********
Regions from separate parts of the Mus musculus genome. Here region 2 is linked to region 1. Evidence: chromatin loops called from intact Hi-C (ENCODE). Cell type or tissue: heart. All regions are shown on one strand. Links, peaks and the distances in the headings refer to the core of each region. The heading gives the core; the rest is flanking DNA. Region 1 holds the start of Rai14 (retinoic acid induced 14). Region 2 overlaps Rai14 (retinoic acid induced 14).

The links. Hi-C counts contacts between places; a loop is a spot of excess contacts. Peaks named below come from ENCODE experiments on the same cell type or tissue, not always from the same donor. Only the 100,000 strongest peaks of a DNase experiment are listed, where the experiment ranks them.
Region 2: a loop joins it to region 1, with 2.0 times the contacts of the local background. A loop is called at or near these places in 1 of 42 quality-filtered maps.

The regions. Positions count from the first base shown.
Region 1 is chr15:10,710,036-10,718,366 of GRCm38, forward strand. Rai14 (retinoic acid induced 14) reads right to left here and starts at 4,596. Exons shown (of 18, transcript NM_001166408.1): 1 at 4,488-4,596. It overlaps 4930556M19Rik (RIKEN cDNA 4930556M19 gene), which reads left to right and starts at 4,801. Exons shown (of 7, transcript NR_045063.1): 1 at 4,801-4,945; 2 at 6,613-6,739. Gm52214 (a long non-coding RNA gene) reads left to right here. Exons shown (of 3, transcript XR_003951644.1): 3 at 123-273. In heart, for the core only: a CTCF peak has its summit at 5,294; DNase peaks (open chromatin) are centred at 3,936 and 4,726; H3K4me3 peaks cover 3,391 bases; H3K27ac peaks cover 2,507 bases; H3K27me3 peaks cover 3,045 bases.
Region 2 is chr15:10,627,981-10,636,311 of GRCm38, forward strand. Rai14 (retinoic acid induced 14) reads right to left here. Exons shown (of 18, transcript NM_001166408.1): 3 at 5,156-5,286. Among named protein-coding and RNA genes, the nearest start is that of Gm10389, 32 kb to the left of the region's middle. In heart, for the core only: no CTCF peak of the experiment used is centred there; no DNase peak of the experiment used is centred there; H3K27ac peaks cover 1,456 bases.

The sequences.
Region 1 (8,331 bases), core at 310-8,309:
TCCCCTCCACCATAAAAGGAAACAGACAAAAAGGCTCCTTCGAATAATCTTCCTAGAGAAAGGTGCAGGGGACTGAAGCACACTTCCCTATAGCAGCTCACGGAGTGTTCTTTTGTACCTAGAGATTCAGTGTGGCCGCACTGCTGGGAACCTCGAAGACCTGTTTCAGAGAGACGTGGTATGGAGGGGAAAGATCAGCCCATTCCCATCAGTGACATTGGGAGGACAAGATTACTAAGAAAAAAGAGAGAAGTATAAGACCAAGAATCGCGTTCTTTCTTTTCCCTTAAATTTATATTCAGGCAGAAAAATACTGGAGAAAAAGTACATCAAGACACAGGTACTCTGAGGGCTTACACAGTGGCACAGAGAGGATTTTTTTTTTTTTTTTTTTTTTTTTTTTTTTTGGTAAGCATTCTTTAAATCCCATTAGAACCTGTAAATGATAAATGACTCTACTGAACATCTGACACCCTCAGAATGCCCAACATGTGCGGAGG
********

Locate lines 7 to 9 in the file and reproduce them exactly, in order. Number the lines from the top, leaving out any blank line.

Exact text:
The sequences.
Region 1 (8,331 bases), core at 310-8,309:
TCCCCTCCACCATAAAAGGAAACAGACAAAAAGGCTCCTTCGAATAATCTTCCTAGAGAAAGGTGCAGGGGACTGAAGCACACTTCCCTATAGCAGCTCACGGAGTGTTCTTTTGTACCTAGAGATTCAGTGTGGCCGCACTGCTGGGAACCTCGAAGACCTGTTTCAGAGAGACGTGGTATGGAGGGGAAAGATCAGCCCATTCCCATCAGTGACATTGGGAGGACAAGATTACTAAGAAAAAAGAGAGAAGTATAAGACCAAGAATCGCGTTCTTTCTTTTCCCTTAAATTTATATTCAGGCAGAAAAATACTGGAGAAAAAGTACATCAAGACACAGGTACTCTGAGGGCTTACACAGTGGCACAGAGAGGATTTTTTTTTTTTTTTTTTTTTTTTTTTTTTTTGGTAAGCATTCTTTAAATCCCATTAGAACCTGTAAATGATAAATGACTCTACTGAACATCTGACACCCTCAGAATGCCCAACATGTGCGGAGG